Air France canceled Liga Aldins’ flight from Boston to Paris last spring. But it’s still holding her $568. Who has the money?

Q: I’ve been trying for months to get a refund from Expedia for flights canceled during the pandemic. Although Expedia has politely replied to all my refund requests, I still don’t have my money.

I used Expedia to book round-trip tickets from Boston to Paris on Air France last March. Just before the departure date, I received a text message from Air France. It said it canceled my flight from Boston to Paris because of the virus and rebooked me on a Delta flight instead. Air France transferred my flight without my knowledge or consent. Of course, Delta canceled its flight as well.

Since that time, I have made multiple requests for a refund of $568. Every time, Expedia has politely replied that the request is on the way, but there are delays because Air France is “overwhelmed” with the cancellation requests. An Expedia representative said it could take up to 12 weeks, but it’s been much longer. Can you help me get a refund for the canceled Air France? — Liga Aldins, Westwood, Massachusetts

A: Air France owes you a prompt refund. If an airline cancels your flight, you’re entitled to an immediate refund. If you accept a rescheduled flight, then the same cancellation terms apply as before. Which is to say, if the airline cancels, you can get a full refund; if you cancel, you get a ticket credit. But you never accepted the new flight.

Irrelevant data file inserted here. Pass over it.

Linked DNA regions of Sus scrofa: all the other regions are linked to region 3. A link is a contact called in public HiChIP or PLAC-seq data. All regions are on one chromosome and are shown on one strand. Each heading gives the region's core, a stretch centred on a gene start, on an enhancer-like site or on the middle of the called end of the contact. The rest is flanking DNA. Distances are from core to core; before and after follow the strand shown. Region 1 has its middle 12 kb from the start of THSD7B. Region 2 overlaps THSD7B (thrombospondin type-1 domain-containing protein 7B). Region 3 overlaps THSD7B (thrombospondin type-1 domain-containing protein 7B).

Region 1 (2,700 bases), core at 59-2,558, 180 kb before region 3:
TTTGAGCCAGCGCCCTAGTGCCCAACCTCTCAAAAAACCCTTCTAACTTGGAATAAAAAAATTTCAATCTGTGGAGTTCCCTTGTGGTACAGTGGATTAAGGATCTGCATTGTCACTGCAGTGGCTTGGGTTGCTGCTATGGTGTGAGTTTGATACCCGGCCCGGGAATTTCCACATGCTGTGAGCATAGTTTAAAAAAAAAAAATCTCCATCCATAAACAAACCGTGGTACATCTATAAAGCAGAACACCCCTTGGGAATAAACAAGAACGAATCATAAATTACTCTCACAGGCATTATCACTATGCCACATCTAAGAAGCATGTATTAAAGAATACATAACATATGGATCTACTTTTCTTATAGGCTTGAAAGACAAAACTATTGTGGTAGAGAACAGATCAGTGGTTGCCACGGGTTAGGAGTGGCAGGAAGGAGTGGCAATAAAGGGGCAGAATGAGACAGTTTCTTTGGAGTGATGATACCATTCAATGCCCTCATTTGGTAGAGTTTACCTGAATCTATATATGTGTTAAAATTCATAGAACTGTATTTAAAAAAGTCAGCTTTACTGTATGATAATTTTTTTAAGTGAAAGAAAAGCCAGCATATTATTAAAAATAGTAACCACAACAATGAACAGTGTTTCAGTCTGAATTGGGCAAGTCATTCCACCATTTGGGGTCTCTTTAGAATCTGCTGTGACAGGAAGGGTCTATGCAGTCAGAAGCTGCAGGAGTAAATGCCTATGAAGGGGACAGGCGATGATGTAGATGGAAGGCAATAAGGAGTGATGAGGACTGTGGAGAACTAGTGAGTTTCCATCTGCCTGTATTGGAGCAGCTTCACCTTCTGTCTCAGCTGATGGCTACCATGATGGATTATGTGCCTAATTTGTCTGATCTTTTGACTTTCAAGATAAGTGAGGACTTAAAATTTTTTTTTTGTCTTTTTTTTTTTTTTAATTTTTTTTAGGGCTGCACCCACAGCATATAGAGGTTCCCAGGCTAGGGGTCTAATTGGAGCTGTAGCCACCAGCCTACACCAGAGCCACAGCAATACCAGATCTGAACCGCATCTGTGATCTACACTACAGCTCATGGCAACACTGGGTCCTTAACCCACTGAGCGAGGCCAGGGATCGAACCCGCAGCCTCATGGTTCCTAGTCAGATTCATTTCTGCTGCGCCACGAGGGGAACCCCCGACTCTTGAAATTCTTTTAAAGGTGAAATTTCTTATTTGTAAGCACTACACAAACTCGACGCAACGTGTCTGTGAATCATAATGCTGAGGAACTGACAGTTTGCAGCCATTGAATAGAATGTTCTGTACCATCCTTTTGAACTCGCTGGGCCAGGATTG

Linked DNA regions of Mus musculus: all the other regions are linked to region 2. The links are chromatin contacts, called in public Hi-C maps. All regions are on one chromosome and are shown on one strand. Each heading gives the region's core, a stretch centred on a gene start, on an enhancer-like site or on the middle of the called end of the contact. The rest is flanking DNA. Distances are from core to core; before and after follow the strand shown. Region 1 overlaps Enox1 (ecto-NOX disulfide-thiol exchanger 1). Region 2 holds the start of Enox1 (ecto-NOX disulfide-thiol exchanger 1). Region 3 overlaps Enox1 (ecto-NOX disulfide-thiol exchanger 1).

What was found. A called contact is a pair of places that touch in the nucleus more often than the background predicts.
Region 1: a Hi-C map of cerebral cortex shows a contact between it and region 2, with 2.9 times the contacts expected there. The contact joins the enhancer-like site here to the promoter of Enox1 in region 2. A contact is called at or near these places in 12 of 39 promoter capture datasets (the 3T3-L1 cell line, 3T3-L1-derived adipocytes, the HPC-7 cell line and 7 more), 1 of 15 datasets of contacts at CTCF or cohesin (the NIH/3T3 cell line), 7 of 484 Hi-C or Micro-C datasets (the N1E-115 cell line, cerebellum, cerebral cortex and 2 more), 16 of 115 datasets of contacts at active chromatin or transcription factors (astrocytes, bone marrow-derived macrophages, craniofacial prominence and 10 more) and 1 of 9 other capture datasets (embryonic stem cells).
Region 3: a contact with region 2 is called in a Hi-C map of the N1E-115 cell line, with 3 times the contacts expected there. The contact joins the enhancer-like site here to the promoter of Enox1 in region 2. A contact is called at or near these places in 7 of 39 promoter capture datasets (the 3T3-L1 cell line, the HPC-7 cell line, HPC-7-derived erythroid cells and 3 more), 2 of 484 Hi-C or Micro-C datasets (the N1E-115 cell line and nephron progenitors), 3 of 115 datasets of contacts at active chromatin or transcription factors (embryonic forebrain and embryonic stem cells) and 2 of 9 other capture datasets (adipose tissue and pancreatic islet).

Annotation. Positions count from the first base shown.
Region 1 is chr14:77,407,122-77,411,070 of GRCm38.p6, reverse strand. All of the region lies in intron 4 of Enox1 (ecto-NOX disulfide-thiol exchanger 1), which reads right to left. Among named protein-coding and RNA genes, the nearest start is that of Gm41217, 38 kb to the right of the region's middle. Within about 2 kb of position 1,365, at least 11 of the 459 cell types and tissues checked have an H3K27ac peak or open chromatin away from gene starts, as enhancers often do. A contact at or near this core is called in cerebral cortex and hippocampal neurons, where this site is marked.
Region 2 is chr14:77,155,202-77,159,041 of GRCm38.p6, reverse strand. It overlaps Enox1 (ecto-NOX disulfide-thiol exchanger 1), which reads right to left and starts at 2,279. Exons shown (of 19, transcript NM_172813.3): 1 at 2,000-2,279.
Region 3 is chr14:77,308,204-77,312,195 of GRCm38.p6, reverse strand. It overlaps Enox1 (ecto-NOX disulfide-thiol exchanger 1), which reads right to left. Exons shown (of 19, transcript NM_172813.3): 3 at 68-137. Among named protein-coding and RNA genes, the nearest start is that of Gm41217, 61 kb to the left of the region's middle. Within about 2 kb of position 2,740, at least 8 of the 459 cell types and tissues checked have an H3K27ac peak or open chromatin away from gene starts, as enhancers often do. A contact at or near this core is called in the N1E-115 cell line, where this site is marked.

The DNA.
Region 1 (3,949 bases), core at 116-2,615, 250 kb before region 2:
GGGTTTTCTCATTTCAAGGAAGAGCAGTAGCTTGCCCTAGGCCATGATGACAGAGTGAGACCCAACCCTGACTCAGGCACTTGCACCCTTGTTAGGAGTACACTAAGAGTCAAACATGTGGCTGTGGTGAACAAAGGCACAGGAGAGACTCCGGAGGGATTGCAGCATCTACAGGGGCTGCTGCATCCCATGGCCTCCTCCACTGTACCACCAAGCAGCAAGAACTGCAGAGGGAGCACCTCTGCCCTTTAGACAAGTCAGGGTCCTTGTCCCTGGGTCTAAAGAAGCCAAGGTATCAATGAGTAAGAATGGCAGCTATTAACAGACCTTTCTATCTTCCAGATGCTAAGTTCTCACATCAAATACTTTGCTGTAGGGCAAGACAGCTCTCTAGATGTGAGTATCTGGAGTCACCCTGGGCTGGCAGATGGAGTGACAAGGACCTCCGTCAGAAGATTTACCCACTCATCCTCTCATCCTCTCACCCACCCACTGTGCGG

I see the back-and-forth conversation between you and Expedia in the paper trail you provided. You were correct to lean on your online travel agent for a refund, but it looks as if the site was powerless to move your refund forward. It wasn’t even clear who had your money. Was it Air France, Delta or Expedia? (Answer: It was Air France.)

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I understand that refunds are slower during the pandemic, but this is ridiculous. Working with Expedia should make the process move faster, since technically an online travel agent is your advocate.

You could have reached out to an executive at Expedia. I publish the names, numbers and email addresses of Expedia’s managers on my consumer advocacy site, Elliott.org. If that didn’t work, you could have also reached out to Air France or Delta. Many readers have used the executive contacts for help getting refunds during the pandemic, and those executives were very responsive. 

I like the fact that you kept all of your communication with Expedia in writing. That’s great if you have to prove you did your due diligence (which you certainly did). But at some point, you’ll need to escalate this to the next level. 

By the way, if that doesn’t work, you can always file a dispute with your credit card company. That’s also worked for a lot of travelers seeking pandemic flight refunds.

I contacted Expedia on your behalf. It offered a $100 voucher to make up for the sluggish refund and promised a refund from the airlines. But Expedia warned that it would take another 10 to 12 weeks. “Unfortunately, we have no way to expedite this since the refund is coming from the airline rather than Expedia,” the representative told me.